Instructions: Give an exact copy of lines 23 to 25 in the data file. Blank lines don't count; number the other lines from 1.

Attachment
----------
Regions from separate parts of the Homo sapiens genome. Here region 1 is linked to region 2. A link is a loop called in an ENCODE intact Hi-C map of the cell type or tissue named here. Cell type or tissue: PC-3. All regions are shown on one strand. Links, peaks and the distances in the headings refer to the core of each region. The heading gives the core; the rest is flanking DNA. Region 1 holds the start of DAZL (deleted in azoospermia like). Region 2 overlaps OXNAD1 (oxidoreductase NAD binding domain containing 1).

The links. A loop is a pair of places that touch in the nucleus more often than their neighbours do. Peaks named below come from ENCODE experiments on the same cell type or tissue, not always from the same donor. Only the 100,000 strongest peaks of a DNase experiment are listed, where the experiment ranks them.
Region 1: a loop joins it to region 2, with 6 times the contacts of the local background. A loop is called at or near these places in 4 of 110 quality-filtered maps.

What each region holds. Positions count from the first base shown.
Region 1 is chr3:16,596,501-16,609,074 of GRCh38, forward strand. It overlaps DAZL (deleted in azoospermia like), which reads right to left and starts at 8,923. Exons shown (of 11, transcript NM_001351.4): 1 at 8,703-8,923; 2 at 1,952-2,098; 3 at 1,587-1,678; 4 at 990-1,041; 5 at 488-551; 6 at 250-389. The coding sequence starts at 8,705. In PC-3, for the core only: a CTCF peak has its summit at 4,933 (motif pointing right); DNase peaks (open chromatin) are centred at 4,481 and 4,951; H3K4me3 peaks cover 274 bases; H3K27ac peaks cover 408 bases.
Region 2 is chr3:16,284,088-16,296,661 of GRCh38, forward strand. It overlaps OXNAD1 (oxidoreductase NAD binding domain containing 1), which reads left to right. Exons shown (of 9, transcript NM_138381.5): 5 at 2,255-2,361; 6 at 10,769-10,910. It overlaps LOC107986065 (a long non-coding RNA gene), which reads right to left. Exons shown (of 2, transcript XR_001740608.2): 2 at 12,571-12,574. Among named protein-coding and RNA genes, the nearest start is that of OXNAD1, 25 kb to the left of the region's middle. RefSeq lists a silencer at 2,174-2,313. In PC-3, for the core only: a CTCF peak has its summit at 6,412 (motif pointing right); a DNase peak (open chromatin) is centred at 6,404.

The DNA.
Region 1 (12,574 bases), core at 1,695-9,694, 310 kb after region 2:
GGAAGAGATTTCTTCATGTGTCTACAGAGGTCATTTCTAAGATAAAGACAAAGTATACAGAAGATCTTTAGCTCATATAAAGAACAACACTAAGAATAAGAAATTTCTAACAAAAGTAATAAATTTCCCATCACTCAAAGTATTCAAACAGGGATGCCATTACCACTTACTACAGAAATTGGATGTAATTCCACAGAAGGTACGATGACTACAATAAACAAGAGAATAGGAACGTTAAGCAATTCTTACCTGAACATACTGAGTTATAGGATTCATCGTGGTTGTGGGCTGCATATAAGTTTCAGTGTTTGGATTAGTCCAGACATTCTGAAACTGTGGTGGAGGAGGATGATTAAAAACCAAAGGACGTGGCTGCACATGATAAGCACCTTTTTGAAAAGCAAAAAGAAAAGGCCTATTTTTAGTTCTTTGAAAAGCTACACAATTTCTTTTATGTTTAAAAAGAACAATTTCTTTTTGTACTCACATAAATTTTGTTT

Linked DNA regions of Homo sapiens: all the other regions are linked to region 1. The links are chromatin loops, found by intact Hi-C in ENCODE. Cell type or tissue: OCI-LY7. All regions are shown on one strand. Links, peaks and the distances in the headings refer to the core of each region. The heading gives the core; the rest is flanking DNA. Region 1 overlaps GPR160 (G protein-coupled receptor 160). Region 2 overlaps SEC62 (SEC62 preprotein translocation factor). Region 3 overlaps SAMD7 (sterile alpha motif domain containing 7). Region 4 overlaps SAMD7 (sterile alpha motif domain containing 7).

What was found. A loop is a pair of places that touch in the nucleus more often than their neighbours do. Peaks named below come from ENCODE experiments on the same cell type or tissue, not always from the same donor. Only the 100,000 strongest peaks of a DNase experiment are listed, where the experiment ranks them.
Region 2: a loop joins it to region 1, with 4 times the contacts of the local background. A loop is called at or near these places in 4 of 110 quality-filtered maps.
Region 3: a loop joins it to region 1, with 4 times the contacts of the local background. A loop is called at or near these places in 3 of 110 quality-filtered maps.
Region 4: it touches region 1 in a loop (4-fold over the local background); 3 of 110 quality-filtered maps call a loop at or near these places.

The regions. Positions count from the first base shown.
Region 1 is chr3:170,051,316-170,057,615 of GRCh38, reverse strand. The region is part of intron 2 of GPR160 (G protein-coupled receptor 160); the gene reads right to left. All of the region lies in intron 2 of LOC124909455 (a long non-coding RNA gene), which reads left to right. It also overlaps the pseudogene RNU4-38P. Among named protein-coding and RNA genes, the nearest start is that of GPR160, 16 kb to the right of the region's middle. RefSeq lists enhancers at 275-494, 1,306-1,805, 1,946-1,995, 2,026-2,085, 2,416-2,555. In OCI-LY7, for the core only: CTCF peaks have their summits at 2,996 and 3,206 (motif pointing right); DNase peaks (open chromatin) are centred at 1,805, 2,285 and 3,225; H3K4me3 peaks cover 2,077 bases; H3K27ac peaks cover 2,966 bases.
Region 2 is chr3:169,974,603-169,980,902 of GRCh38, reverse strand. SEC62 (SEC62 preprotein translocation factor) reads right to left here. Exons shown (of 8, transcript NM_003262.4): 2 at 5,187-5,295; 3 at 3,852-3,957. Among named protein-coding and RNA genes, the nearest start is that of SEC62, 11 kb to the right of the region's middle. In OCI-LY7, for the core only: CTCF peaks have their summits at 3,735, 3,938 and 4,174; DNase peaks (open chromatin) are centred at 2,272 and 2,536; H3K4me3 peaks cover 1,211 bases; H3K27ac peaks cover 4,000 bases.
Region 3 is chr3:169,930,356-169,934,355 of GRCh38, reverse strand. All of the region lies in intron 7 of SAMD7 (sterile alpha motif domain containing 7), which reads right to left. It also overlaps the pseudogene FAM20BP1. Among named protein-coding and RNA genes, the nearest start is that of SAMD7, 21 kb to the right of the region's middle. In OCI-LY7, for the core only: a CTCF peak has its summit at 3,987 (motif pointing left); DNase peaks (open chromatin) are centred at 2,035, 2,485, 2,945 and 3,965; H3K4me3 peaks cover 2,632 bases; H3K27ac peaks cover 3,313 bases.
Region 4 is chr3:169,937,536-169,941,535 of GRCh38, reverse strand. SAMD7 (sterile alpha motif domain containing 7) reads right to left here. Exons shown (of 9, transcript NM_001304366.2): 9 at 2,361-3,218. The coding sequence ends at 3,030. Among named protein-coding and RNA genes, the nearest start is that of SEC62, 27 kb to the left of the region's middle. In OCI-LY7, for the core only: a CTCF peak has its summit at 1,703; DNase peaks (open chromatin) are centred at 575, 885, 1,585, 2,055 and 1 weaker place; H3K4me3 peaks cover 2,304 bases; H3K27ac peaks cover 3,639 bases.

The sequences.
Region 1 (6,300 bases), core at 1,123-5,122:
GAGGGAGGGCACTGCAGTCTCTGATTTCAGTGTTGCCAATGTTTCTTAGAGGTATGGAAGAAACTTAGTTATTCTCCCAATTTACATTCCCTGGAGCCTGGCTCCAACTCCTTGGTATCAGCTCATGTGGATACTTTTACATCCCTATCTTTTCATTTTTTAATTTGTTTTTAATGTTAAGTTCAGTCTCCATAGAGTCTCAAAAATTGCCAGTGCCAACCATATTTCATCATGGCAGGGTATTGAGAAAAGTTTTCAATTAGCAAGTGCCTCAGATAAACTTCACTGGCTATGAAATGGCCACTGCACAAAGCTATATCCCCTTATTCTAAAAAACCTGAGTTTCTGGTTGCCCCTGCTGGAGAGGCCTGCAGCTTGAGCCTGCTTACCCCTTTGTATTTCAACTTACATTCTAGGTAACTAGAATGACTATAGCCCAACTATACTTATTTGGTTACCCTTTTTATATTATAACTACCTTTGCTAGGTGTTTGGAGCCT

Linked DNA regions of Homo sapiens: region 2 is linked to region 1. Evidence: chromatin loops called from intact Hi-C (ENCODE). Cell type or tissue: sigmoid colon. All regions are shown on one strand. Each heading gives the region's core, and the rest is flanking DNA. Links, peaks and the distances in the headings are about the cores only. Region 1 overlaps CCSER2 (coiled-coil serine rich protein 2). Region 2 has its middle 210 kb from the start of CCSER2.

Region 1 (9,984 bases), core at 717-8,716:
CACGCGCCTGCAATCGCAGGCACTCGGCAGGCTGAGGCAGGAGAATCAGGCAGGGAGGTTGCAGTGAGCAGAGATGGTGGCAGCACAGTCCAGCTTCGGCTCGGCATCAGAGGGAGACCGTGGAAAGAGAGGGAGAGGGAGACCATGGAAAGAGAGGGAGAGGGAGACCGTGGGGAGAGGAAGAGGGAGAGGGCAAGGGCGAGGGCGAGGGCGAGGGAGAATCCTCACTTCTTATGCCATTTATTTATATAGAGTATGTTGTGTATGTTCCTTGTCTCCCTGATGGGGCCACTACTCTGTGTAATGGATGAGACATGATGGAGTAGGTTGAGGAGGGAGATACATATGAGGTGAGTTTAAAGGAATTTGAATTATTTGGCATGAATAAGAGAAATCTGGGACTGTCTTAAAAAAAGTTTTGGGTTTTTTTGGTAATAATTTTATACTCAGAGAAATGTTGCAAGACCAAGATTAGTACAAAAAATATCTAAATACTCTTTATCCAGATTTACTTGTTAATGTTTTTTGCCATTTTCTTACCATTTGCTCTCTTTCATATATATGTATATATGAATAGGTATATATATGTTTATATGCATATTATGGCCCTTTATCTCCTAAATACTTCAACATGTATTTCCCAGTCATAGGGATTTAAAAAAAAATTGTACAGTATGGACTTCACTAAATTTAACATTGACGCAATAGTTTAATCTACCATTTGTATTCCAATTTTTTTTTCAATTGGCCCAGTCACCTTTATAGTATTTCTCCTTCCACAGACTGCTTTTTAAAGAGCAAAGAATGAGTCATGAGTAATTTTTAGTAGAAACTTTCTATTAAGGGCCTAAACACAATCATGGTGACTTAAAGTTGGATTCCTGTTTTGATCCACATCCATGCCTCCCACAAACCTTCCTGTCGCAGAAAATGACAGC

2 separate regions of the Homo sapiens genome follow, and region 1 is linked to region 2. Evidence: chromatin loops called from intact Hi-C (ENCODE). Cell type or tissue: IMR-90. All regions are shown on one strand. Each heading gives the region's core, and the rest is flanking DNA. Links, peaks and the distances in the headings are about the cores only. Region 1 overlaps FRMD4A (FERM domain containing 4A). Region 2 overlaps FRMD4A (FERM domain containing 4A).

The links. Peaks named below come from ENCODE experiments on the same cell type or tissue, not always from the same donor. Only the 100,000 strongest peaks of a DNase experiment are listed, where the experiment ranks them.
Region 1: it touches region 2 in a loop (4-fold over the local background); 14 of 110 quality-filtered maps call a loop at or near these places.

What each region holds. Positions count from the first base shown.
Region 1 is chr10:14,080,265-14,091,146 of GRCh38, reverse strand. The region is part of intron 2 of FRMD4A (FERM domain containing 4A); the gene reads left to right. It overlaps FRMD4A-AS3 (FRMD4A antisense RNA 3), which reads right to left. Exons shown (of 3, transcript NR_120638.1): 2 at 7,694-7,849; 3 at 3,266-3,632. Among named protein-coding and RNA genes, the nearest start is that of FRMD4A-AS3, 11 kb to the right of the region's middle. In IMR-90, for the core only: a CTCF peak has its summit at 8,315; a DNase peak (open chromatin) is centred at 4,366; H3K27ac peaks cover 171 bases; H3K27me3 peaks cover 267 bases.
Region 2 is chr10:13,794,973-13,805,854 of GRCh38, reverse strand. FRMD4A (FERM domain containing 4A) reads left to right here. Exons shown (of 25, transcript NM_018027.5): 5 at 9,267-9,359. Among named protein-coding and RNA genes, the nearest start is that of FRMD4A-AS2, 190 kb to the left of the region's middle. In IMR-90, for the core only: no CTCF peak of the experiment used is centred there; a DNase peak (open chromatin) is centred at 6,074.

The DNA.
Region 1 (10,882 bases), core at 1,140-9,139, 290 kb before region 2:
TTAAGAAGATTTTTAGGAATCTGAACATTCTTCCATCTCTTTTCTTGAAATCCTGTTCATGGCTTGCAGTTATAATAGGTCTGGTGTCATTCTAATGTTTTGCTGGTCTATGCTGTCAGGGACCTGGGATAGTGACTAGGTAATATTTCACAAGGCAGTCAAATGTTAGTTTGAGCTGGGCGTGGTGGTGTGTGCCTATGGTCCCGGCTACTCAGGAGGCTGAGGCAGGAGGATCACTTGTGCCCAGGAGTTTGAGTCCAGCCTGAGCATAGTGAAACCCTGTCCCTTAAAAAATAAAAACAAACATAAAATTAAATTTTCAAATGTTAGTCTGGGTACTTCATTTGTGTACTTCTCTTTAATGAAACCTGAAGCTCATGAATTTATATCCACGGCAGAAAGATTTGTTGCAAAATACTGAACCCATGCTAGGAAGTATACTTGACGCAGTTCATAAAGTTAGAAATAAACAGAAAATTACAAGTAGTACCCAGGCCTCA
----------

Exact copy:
Linked DNA regions of Homo sapiens: region 2 is linked to region 1. Evidence: chromatin loops called from intact Hi-C (ENCODE). Cell type or tissue: sigmoid colon. All regions are shown on one strand. Each heading gives the region's core, and the rest is flanking DNA. Links, peaks and the distances in the headings are about the cores only. Region 1 overlaps CCSER2 (coiled-coil serine rich protein 2). Region 2 has its middle 210 kb from the start of CCSER2.

Region 1 (9,984 bases), core at 717-8,716:
CACGCGCCTGCAATCGCAGGCACTCGGCAGGCTGAGGCAGGAGAATCAGGCAGGGAGGTTGCAGTGAGCAGAGATGGTGGCAGCACAGTCCAGCTTCGGCTCGGCATCAGAGGGAGACCGTGGAAAGAGAGGGAGAGGGAGACCATGGAAAGAGAGGGAGAGGGAGACCGTGGGGAGAGGAAGAGGGAGAGGGCAAGGGCGAGGGCGAGGGCGAGGGAGAATCCTCACTTCTTATGCCATTTATTTATATAGAGTATGTTGTGTATGTTCCTTGTCTCCCTGATGGGGCCACTACTCTGTGTAATGGATGAGACATGATGGAGTAGGTTGAGGAGGGAGATACATATGAGGTGAGTTTAAAGGAATTTGAATTATTTGGCATGAATAAGAGAAATCTGGGACTGTCTTAAAAAAAGTTTTGGGTTTTTTTGGTAATAATTTTATACTCAGAGAAATGTTGCAAGACCAAGATTAGTACAAAAAATATCTAAATACTCTTTATCCAGATTTACTTGTTAATGTTTTTTGCCATTTTCTTACCATTTGCTCTCTTTCATATATATGTATATATGAATAGGTATATATATGTTTATATGCATATTATGGCCCTTTATCTCCTAAATACTTCAACATGTATTTCCCAGTCATAGGGATTTAAAAAAAAATTGTACAGTATGGACTTCACTAAATTTAACATTGACGCAATAGTTTAATCTACCATTTGTATTCCAATTTTTTTTTCAATTGGCCCAGTCACCTTTATAGTATTTCTCCTTCCACAGACTGCTTTTTAAAGAGCAAAGAATGAGTCATGAGTAATTTTTAGTAGAAACTTTCTATTAAGGGCCTAAACACAATCATGGTGACTTAAAGTTGGATTCCTGTTTTGATCCACATCCATGCCTCCCACAAACCTTCCTGTCGCAGAAAATGACAGC